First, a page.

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Public opposition thwarts illegal unveiling of Buddhist statue in Jaffna

An attempt by a Sri Lankan government body to install a statue of a Buddhist historical figure in Jaffna town failed after local residents and council members opposed the unveiling.

Authorities at Jaffna Prison had prepared to put up a statue of Sanghamitra, one of the historical figures credited with bringing Buddhism to the island, outside its complex. The erection of the statue was planned to coincide with the visit of Sri Lanka’s prisons commissioner to Jaffna, but the prison department had not sought permission from the local authority to construct it.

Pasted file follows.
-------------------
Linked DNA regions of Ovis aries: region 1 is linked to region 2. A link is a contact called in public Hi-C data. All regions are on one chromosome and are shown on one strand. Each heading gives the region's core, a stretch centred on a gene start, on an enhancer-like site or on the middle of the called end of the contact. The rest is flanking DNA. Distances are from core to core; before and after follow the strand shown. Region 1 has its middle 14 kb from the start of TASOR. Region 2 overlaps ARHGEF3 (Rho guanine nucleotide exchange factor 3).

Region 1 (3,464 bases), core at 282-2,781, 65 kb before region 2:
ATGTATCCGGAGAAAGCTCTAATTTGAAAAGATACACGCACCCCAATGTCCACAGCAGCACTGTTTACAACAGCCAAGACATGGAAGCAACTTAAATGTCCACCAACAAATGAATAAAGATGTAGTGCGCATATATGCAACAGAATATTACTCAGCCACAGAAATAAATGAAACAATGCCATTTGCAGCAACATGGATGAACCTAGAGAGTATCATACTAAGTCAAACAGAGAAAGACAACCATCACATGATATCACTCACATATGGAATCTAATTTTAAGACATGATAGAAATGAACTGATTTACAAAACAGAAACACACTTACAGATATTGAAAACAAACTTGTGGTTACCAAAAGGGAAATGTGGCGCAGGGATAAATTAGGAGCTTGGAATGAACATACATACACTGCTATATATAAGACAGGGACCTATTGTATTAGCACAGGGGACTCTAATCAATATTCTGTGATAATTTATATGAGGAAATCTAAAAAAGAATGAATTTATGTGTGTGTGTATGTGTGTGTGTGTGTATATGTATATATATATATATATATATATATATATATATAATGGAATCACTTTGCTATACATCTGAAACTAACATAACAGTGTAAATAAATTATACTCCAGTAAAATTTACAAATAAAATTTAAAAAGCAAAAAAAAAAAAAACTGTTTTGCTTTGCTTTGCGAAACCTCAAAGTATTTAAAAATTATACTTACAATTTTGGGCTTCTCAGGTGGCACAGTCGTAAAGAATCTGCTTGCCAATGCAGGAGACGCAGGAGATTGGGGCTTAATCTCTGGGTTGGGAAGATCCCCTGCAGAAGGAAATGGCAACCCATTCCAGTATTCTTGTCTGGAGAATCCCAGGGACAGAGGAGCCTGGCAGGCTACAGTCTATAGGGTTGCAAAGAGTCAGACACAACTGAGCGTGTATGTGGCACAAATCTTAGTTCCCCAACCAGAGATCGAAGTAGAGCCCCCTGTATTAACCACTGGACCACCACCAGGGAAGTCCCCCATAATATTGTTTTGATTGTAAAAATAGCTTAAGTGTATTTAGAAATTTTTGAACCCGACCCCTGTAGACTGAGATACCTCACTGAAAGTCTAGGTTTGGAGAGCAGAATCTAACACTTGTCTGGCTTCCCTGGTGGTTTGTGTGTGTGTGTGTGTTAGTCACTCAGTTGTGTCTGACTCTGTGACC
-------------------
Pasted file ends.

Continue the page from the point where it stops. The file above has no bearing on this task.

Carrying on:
Local journalists exposed the plan on Friday night, leading local residents and politicians as well as several members and staff of the Jaffna Municipal Council to turn up outside the prison on Saturday morning to oppose the statue being unveiled. The prison staff were forced to take the statue back into the prison complex.

The prison is located on the coastal Jaffna-Ponnalai-Point Pedro Road, a short distance away from the popular hotspots of the Jaffna Fort and Pannai park. It's outer wall already features a mural of Sanghamitra arriving to the island by boat.

Tamils across the North-East have become increasingly vocal in opposing the construction of Buddhist statues and temples across the North-East, without consultation or permission from local authorities.

People all over the Tamil homeland mobilised earlier this year to protest against the Sinhala colonisation of Neeraviyadi in Mullaitivu, where a massive Buddha statue was built encroaching on the land of a Hindu temple, and later the monk responsible for the statue was cremated in the Hindu temple's grounds, in direct contravention of a court order.

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